Yan Huang, 78, was crossing Division Street on Valentine’s Day with her 80-year-old husband, walking in an unmarked crosswalk from curb to rounded-off curb across five lanes of auto traffic. She never reached the other side; a man in a left-turning pickup didn’t see the couple and steered into them, killing Huang.

The next day, Saturday, a silver minivan, whose driver remains at large, left the scene of its fatal collision with a person on foot on Southeast Powell at 124th.

On Sunday, a man was killed in a car when the drunken driver he was riding with slammed into a utility pole at Northeast 102nd and Fremont.

Deaths like these make news, but they’re not new. About one in 50 Americans will die an automobile crash. What’s new is that Portland’s transportation director says the city can and will begin to do something systematic to change this.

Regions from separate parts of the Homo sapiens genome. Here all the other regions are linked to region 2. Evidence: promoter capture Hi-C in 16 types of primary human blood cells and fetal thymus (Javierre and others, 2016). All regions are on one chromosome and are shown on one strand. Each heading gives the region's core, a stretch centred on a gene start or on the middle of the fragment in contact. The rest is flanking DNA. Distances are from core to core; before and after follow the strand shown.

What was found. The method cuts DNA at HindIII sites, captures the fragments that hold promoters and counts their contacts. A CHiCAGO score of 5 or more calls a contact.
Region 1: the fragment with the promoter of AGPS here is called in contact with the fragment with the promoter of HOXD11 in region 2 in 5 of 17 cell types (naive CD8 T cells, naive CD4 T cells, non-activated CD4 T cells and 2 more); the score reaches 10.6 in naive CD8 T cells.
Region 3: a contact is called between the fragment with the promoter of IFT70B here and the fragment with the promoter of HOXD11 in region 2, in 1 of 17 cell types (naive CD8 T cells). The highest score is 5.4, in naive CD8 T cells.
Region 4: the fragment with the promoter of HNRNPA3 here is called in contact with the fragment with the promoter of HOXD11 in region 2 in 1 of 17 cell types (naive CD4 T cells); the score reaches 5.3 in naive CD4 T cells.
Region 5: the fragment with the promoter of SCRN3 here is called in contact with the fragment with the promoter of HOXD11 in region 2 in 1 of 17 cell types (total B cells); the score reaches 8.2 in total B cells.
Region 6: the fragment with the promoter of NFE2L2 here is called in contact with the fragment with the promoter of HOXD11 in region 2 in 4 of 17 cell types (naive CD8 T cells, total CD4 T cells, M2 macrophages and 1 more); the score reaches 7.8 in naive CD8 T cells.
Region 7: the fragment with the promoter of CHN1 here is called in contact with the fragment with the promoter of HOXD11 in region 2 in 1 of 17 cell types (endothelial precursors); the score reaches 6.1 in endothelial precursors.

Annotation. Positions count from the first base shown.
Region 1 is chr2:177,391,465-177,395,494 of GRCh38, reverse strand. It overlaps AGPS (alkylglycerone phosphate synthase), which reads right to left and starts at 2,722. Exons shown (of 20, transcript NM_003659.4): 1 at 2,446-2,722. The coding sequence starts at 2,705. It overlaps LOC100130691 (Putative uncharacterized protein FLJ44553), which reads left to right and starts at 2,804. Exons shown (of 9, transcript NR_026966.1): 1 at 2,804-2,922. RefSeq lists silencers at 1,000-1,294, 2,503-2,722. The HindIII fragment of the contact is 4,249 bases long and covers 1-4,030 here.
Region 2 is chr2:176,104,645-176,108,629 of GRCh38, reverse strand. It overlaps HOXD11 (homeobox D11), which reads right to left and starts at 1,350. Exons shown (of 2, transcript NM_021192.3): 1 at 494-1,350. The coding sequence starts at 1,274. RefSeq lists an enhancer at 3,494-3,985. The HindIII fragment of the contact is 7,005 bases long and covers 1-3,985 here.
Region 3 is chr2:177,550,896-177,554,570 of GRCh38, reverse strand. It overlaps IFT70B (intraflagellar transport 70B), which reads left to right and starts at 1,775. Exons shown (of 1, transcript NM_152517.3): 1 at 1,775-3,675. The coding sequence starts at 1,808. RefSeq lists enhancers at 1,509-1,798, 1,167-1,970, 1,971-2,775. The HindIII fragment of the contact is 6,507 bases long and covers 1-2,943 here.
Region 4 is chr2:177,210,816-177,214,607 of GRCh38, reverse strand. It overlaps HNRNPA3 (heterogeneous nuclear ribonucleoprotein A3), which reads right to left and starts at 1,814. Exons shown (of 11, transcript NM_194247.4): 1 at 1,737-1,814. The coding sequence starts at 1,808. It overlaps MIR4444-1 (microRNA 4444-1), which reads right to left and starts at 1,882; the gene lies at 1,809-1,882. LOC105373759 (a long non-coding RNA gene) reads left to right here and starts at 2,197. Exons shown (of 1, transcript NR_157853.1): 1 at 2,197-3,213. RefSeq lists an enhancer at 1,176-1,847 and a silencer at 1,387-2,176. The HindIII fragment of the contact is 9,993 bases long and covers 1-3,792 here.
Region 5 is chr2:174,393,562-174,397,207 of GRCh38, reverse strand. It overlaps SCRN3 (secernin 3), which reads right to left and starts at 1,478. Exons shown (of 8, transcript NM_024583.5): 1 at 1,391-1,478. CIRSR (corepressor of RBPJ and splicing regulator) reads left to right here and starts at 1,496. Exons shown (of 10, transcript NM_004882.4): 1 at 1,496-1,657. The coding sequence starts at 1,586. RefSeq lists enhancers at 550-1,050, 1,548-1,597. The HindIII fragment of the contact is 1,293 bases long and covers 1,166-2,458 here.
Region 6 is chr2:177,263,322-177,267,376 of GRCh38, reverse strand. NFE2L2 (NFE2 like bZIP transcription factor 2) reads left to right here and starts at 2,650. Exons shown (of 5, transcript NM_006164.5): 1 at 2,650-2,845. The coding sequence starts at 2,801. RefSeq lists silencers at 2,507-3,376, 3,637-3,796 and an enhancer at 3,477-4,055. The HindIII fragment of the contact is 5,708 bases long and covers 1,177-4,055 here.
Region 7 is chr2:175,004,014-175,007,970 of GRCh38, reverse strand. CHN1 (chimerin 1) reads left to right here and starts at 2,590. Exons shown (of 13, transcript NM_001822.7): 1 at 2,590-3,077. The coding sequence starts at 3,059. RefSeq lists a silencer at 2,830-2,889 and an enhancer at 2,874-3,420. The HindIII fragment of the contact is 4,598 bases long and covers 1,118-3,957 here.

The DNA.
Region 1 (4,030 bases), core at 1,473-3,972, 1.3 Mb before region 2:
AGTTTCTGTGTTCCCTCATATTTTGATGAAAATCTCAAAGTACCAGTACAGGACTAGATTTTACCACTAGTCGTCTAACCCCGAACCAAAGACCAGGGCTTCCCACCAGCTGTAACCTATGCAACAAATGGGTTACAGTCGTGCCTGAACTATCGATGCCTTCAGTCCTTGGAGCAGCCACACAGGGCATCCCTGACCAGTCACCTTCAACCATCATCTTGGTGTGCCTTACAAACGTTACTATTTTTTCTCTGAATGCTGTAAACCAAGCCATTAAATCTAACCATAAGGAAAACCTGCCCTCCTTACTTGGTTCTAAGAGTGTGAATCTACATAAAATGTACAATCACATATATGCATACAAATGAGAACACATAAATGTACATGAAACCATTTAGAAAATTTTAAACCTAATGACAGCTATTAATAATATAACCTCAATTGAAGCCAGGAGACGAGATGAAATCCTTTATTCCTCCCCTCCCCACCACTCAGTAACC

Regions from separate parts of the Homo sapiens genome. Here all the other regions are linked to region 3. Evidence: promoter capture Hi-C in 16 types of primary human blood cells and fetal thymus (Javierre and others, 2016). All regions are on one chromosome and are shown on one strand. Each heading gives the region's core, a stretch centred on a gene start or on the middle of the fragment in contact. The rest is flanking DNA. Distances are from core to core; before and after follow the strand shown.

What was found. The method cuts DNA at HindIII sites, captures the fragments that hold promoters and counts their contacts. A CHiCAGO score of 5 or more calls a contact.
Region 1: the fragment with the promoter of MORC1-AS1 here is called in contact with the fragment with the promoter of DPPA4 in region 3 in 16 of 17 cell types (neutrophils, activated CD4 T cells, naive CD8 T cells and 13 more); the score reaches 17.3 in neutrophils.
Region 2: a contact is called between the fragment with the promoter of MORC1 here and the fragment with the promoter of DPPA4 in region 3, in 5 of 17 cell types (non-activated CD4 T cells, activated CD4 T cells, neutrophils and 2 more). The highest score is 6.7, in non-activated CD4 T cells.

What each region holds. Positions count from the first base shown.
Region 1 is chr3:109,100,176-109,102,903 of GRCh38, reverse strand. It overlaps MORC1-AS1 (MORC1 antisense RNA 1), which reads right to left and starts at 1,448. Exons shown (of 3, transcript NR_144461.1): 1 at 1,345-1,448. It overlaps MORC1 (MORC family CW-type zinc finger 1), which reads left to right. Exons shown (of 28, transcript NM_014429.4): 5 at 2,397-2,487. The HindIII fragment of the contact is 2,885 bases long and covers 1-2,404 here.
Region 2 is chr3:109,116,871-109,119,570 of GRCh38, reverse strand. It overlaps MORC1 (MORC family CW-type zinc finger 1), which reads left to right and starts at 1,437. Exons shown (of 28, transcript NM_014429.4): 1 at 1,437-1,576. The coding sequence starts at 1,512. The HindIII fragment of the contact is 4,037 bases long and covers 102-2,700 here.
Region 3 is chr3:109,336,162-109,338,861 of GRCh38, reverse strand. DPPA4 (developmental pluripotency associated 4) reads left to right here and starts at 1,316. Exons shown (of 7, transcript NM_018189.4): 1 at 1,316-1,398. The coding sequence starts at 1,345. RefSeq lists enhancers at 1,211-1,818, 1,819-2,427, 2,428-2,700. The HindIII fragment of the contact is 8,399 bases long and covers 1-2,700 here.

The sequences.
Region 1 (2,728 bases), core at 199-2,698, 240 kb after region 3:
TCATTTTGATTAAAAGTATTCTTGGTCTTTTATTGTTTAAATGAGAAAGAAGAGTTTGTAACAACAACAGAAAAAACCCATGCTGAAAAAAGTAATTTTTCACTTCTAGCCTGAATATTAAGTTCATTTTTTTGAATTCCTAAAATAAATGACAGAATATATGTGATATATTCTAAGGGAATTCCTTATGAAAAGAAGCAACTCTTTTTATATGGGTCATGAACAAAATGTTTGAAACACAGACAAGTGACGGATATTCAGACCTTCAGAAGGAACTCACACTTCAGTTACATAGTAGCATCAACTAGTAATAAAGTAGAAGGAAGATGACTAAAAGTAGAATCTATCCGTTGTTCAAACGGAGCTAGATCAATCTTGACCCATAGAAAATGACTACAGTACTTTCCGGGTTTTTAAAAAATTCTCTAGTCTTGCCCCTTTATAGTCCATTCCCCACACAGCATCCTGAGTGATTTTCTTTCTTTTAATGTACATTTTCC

Safety advocates are urging fast action. Early Monday morning Oregon Walks launched a #PDXVisionZero Twitter hashtag and a petition to urge the city to follow through on Director Leah Treat’s promise to move toward “Vision Zero,” the philosophy that there is no acceptable level of traffic fatality.

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PBOT director says new action plan will include ‘Vision Zero’ commitment

Thursday, February 13th, 2014
PBOT Director Leah Treat
PBOT director Leah Treat.
(Photo © J. Maus/BikePortland)

Portland will follow in the steps of Chicago and New York City by setting a schedule to completely eliminate traffic fatalities and serious injuries no matter the cost, the city’s transportation director said in a new interview.

In a two-year action plan a city contractor is about to begin preparing, “Vision Zero will be incorporated for certain,” Portland Bureau of Transportation director Leah Treat said in an interview with the KBOO Bike Show broadcast Feb. 5.